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Need tips for working on alignment ( Have a problem aligning to the right of target line )

post #1 of 13
Thread Starter 

Hey guys, I appreciate any reponses or tips beforehand.

 

I seem to always have an issue of properly getting lined up for driver/wood/iron shots. I use the typical method of picking a spot 6 inches to a foot in front of the ball that is along my target line and then lining my club face up to that spot followed by my feet, body etc... somehow I always seem to manage to get lined up right of my target. Does anyone else have this problem? Does anyone have any tips for working on aligment or drills/games that might help me. Its hard enough to hit good shots as it is, but its very frustrating to hit a great shot and then question whether or not you were lined up right of the target line after your ball ended up in the tall stuff. I want to get to the point where my aligment is solid enough that I feel confident when I hit a shot to the right, I know it was due to my swing and not my alignment. Sometimes it almost seems like my eyes are playing tricks on me. Ill pick a spot, walk up to the ball line up my club face, feet etc and look up and I can tell ( over time I've started to be able to spot this more ) that I am aligned to the right. I also hit a draw and have had problems with a big hook at times, so not sure how much that might play into things.

post #2 of 13

I find the spot six inches in front of the ball to line up the clubhead. To line up the body I usually pick find the spot perpendicular to that line that is the same distance as the ball is from my feet, then i line up my feet to that. It's easier for me to visualize that than feel like my feet are parallel. 

 

Also, hit lots of shots with sticks there, like the pros. Line up like your regular shot routine every time though, don't let yourself cheat. Using the sticks helps familiarize yourself with what you should see when you line up

post #3 of 13

I had/still have same problem as you.  I fixed it by what onephenom stated.  Get some sticks or lay some clubs down and do your normal routine and line up using the sticks.  Whenever i notice that I'm hitting it just like you said, a small bag like that on the range gets me all lined back out.  If you play like that for a long time your timing and everything gets out of sink.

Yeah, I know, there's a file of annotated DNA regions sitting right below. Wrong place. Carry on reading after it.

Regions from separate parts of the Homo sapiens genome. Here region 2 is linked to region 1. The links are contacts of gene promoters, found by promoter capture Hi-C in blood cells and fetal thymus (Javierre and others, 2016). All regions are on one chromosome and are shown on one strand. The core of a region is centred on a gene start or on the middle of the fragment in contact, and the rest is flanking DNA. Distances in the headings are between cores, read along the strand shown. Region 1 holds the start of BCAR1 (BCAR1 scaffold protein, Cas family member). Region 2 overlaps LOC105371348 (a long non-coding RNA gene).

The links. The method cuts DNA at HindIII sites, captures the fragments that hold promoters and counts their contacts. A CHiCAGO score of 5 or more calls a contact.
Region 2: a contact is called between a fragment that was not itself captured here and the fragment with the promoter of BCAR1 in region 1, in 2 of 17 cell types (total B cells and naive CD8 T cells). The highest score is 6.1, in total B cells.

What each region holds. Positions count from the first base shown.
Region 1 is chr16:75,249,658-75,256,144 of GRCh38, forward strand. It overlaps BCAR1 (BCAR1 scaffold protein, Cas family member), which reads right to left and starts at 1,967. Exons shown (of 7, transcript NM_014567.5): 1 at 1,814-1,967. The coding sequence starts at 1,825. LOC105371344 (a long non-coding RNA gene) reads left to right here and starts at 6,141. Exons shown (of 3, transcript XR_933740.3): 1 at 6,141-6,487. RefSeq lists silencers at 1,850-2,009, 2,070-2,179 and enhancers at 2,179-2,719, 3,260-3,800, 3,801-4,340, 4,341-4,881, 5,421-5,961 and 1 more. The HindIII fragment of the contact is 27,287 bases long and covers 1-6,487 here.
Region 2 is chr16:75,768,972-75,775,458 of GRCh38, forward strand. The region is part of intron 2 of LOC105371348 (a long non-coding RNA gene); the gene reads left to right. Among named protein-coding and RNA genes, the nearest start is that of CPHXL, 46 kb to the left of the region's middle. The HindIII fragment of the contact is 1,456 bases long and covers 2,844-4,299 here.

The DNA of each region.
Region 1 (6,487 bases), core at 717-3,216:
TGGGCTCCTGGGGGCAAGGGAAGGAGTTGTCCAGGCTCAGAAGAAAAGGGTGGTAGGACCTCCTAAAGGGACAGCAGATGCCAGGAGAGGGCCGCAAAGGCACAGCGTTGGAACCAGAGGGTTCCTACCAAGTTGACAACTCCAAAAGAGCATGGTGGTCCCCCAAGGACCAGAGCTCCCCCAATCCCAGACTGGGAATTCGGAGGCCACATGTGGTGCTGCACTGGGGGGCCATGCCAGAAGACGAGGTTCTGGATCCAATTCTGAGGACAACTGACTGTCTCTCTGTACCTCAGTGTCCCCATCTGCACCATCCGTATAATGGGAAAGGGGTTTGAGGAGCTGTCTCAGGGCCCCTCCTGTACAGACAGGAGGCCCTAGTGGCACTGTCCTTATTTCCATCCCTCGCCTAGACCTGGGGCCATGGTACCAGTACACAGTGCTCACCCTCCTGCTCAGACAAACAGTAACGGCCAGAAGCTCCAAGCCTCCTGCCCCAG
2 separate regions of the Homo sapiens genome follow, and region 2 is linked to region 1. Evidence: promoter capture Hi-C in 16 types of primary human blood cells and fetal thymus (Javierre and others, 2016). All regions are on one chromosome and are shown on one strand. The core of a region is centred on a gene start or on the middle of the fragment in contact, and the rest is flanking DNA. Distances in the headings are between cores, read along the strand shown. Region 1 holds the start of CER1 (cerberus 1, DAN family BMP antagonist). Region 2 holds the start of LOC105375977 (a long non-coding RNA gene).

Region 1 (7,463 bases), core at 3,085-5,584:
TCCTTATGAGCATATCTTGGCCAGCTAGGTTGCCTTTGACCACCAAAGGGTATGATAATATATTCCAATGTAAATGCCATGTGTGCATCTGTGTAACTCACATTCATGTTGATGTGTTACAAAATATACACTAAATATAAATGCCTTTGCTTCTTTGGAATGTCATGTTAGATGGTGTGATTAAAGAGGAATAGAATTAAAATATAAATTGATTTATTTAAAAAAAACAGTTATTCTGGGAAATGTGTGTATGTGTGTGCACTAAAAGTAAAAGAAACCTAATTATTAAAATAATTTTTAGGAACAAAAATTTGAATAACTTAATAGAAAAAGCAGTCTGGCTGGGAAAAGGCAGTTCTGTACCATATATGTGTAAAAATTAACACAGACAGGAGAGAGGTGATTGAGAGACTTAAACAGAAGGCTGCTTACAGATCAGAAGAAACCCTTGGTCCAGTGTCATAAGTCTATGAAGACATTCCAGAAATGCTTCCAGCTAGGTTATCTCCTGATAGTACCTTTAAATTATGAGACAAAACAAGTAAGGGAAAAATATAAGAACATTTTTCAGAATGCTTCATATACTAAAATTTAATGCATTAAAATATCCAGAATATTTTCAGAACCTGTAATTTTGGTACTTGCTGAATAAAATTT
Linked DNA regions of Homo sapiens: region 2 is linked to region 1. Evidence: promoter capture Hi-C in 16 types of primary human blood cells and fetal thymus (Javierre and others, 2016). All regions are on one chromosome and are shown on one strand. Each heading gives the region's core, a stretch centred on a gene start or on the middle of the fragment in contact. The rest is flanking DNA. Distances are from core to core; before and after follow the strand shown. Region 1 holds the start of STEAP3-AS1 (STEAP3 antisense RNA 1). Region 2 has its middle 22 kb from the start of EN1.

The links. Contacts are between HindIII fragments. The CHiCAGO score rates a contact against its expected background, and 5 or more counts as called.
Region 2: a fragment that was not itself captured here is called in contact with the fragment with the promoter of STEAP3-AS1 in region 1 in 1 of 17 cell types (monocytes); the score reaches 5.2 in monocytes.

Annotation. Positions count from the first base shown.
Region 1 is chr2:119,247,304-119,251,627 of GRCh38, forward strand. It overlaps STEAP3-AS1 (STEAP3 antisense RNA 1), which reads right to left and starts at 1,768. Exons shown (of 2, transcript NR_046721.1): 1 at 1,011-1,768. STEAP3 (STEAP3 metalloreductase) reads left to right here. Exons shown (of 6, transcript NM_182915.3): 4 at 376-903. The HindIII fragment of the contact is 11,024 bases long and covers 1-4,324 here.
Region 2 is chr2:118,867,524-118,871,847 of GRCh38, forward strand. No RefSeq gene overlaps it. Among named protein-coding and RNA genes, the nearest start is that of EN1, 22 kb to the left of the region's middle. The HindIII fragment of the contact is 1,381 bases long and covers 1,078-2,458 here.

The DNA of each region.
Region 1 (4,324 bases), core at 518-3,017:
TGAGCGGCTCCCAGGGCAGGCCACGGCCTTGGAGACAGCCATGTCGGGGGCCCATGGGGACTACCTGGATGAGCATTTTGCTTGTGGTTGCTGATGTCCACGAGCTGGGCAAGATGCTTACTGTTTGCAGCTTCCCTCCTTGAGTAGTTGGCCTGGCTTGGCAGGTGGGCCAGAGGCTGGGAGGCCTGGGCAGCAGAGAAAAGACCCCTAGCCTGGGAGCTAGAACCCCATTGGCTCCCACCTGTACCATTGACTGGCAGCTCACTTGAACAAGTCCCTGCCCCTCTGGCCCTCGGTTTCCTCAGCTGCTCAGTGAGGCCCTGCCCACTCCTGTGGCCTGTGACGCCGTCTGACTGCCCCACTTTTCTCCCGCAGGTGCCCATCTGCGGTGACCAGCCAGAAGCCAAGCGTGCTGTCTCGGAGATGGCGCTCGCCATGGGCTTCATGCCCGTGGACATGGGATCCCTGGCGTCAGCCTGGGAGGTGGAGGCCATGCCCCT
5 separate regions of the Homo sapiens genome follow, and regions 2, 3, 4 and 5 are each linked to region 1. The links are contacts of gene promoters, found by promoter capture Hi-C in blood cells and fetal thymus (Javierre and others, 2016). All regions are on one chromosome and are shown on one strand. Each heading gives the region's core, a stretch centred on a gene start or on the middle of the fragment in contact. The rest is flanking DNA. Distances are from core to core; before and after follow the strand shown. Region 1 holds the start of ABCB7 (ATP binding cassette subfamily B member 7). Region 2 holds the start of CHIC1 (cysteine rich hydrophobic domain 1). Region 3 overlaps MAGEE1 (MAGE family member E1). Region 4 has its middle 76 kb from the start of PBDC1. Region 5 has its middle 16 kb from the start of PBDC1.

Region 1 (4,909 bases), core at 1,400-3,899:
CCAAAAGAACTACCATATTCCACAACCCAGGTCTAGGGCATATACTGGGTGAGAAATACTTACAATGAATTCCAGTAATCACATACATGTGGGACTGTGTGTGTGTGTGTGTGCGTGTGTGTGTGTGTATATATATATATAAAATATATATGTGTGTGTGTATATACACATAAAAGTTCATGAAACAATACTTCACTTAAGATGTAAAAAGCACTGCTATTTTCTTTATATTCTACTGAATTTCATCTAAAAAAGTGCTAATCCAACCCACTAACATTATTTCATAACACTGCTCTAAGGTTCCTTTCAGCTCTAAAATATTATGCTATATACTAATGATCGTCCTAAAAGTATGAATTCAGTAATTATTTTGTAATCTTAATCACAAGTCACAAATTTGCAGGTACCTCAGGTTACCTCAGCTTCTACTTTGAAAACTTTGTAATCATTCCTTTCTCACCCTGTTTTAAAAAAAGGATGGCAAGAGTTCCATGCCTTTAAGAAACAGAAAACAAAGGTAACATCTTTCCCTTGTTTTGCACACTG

post #4 of 13
Thread Starter 
Quote:
Originally Posted by onephenom View Post

I find the spot six inches in front of the ball to line up the clubhead. To line up the body I usually pick find the spot perpendicular to that line that is the same distance as the ball is from my feet, then i line up my feet to that. It's easier for me to visualize that than feel like my feet are parallel. 

 

I am not following what you are saying here. Can you explain again? I'm trying to visualize this but not sure if I'm getting the right picture.

 

Quote:
Originally Posted by grubby98 View Post

I had/still have same problem as you.  I fixed it by what onephenom stated.  Get some sticks or lay some clubs down and do your normal routine and line up using the sticks.  Whenever i notice that I'm hitting it just like you said, a small bag like that on the range gets me all lined back out.  If you play like that for a long time your timing and everything gets out of sink.

Looks like I am going to have to force myself to be disciplined at the range and ALWAYS use alignment sticks. What is the best way to use the alignment sticks? I’ve seen one place along the foot line and then another placed around the ball and I have also seen just one laid down at the midway point between your feet and the ball, pointing at the target.

post #5 of 13

I point one at my target and another in line that were my stance is so that my feet are aligned perfectly left of the target.  I also use this method and change the angle to work on fading the ball.  My natural swing is a draw, so I have to be very careful to set up right for a fade.  A simple solution that I don't like to use if I hit a few bad shots on the course, I will line up and then turn my feet a little to the left to get aligned correct.  Problem is eventually I start setting back up right and then when I shift to the left I cut the ball.  This isn't good when you are trying to draw the ball and it fades.  There is a lot of OB at my course on the right.